valid primer given above or something similar from the outside.

Then I'll use a missile I know a little more about and is French, for me fair to critic.
Values are taken from MICA's tables.

Range of the MICA is 60km.
That would the distance it can reach with any chance of reaching its target efficiently.
Outside max range starts the Universe-shaped zone where probabilities become so
low ( no more fuel or not enough for maneuverability and eventual fall to the ground )
that it can be averaged as zero, the EAZ if you will. [ Escape All Zone ].

It is a cone of sorts but a try-dimensionally evolving one. If your missile performed a
high off-boresight maneuver upon separating form the aircraft for example, it has con-
sumed an important amount of its potential energy for directional changes compared
to one fired straight out. That makes the remaining range and NEZ figures smaller.
It also means that the trajectory of the missile won't fit itself into a cone figure which
is hence only proper anew from the moment it has acquired straight line of detection
to its target. In short, the cone thing is a mathematical representation akin to a table
in excel and not representative of real 3-D performance in action.

There is a space volume below the range max but above the NEZ comprising mean
possibilities of declining values towards max range. In that volume, the target's own
evasive maneuvers can wrestle out enough energy from the missile to empty it out.

NEZ of MICA is of 40 - 50 km.
I like that there is a range, since has just said, the profile of flight of the missile since
leaving its carrying vector varies and influences the values of fuel fraction and so on
but it makes little sense. The higher figure is simple enough. It is the maximal one :
missile fired straight, target moving straight, speed of missile higher than that of target.
Actions of the target are supposed minimal too with very late detection of incoming.

If two MICAs leave a Rafale at the same time towards equidistant targets on identical
angles left and right of the AC and one target detects the missile launch and starts
evasive maneuvers while the other only spots the MICA once within visual range of
its pilot, the former immediately begins using up fuel ( /energy ) in higher quantity shor-
tening its NEZ in pure distance. It could have a 40km NEZ already with the latter's
staying at a nominal 50.
The reason why I say it makes more or less sense is two fold. The MICA also has its
own lower limit : 500m! That's the bubble around its departure point where it can out-
maneuver a target. Obviously range does not come into play, only agility. That lower
limit is not a true range nor a true NEZ limit. But somewhere around it, say 1 or 2 km,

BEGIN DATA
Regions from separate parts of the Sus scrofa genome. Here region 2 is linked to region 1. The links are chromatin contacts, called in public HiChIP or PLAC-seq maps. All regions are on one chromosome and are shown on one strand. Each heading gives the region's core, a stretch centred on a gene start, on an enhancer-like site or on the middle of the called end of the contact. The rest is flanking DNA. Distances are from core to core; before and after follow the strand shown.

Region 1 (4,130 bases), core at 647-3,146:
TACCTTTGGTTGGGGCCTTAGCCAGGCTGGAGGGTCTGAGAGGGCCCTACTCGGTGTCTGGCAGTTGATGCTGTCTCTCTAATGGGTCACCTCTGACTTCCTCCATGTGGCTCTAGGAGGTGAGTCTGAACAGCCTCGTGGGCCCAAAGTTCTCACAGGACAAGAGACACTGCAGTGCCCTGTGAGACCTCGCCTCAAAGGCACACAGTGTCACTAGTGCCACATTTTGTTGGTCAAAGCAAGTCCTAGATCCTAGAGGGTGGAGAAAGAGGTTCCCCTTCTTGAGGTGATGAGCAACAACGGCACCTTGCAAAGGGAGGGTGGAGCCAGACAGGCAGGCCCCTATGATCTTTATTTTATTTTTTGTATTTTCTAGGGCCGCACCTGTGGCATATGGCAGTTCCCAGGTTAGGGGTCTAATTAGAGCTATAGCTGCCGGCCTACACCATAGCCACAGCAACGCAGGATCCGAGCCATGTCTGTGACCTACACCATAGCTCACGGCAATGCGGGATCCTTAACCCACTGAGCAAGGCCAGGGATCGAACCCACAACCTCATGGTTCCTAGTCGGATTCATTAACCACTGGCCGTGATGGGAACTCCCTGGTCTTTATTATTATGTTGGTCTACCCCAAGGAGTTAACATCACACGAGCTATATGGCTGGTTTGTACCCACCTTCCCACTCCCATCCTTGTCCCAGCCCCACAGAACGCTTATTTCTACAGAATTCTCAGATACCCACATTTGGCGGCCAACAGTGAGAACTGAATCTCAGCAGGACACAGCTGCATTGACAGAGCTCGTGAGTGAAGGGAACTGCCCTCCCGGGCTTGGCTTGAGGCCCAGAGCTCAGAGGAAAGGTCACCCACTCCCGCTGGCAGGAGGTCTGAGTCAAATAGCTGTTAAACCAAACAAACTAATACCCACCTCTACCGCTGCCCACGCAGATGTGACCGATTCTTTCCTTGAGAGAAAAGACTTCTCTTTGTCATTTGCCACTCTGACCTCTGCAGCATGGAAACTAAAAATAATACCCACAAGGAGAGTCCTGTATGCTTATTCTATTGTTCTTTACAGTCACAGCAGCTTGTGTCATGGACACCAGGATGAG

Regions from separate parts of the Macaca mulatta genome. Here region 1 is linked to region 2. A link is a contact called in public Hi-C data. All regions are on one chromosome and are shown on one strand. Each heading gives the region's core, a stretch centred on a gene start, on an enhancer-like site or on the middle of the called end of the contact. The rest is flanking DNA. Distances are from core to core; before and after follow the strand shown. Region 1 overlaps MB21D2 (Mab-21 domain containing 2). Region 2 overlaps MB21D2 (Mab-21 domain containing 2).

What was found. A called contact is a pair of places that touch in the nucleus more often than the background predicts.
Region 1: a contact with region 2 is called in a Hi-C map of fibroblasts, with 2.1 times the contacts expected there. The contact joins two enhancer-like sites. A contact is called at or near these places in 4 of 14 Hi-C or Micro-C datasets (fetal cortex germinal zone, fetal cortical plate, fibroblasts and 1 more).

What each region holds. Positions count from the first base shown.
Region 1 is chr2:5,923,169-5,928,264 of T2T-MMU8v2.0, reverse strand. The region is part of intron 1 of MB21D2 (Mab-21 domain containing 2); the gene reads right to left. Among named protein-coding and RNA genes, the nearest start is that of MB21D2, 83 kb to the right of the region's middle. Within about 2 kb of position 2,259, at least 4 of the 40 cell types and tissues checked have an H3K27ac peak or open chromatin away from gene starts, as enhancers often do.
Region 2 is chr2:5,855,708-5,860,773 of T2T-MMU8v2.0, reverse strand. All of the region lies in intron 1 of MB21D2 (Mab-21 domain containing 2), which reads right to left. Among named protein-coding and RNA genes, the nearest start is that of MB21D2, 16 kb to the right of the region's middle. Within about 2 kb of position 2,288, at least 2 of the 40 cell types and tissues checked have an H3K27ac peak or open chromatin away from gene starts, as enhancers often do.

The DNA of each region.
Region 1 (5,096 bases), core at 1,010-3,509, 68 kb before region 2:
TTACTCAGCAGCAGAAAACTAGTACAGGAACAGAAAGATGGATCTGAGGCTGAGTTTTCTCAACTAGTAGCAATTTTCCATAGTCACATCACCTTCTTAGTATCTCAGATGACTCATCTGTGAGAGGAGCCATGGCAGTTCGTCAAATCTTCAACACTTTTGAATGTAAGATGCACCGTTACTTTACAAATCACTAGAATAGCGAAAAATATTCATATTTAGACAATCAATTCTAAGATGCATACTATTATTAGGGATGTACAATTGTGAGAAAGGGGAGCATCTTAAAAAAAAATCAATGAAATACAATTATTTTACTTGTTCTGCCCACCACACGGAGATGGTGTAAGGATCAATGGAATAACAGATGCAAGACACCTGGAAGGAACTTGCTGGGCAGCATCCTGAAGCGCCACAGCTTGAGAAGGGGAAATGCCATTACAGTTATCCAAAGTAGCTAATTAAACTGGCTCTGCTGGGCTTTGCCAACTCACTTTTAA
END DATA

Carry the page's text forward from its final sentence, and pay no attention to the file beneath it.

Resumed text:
should be the real NEZ floor up to 40-50 km. It would make no sense that the missile
which can down its target at that distance could not do so at a shorter one.
So yes to a NEZ being given as a range but then a much wider one.

This is the physical part of a NEZ but the second reason to doubt a value like 40-50km
is that it depends on the values of the maker and user. Do they use 100% really or 98%
over characteristics measured to what level of precision and so on. If the performance
does not fit expectations for whatever reason, the escape zone is not at 100% anymore.
In reverse, if measurements were tight but expectations relaxed, a missile's NEZ may be
understated for it has been assessed below its actual capacities.
Amongst that line of evaluations, one is particularly important : pre-defined performance
parameters of the theoretical target! Against which simulated aircraft was your NEZ
tested? All? Or a few or one because that skews results a lot. What defensive systems
were they allowed to use in your simulation? Etc.

And to those variables so far offered in terms and measurements, one should add things
like sensors sensitivity. Suppose an old design with simpler sensors, from afar it will walk
a straighter line
than a more sensitive one as long as within maneuverability possibilities.
One could see cases where that sensitivity and reactivity while heightening possible kill &
decrease NEZ distance wise. That target's survivability decreases nonetheless.

Considering all of the above, people on Internet then move on to select what they find more
convenient ending in many numbers being bandied around. Assumptions based on unknown
initial margins in unpublished testings conditions. When a report surfaces, all its elements
having been declassified, you can safely assume one thing :
that the values for current capacities are higher than those reported.

NEZ values are useful if you formed your opinion after research on quoted numbers and cross-
checking of official documents and then only as an approximation of what is to be expected
from that Missile's performance :
100% of kills if all goes well … out of how many chances of that happening?

Good day K my friend and all, Tay.
 
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MICA

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well this article transferred to air to air pure science :D

i need to read this several times to understand all of it , but from what i read till now nez is still not 100% proven till this day